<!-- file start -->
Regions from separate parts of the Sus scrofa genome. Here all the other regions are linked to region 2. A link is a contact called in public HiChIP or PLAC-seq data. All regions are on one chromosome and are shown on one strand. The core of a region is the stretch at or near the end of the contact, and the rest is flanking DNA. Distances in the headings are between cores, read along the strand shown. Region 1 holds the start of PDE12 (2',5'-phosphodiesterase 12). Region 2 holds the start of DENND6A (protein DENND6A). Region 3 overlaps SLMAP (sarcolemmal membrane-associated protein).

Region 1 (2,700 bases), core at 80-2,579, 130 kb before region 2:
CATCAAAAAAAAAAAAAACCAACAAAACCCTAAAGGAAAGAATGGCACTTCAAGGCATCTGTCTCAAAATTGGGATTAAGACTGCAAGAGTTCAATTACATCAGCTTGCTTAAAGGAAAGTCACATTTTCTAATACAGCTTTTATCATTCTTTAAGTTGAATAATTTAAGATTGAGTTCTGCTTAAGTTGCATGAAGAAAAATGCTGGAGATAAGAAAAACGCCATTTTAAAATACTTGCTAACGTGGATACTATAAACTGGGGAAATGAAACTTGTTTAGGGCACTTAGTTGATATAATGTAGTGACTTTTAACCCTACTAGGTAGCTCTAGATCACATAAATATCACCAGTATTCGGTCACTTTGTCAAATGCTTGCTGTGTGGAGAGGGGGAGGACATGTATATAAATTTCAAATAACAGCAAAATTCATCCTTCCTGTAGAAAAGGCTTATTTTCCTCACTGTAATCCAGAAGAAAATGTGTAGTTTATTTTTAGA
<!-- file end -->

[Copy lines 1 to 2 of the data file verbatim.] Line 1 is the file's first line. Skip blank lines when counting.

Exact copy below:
Regions from separate parts of the Sus scrofa genome. Here all the other regions are linked to region 2. A link is a contact called in public HiChIP or PLAC-seq data. All regions are on one chromosome and are shown on one strand. The core of a region is the stretch at or near the end of the contact, and the rest is flanking DNA. Distances in the headings are between cores, read along the strand shown. Region 1 holds the start of PDE12 (2',5'-phosphodiesterase 12). Region 2 holds the start of DENND6A (protein DENND6A). Region 3 overlaps SLMAP (sarcolemmal membrane-associated protein).

Region 1 (2,700 bases), core at 80-2,579, 130 kb before region 2: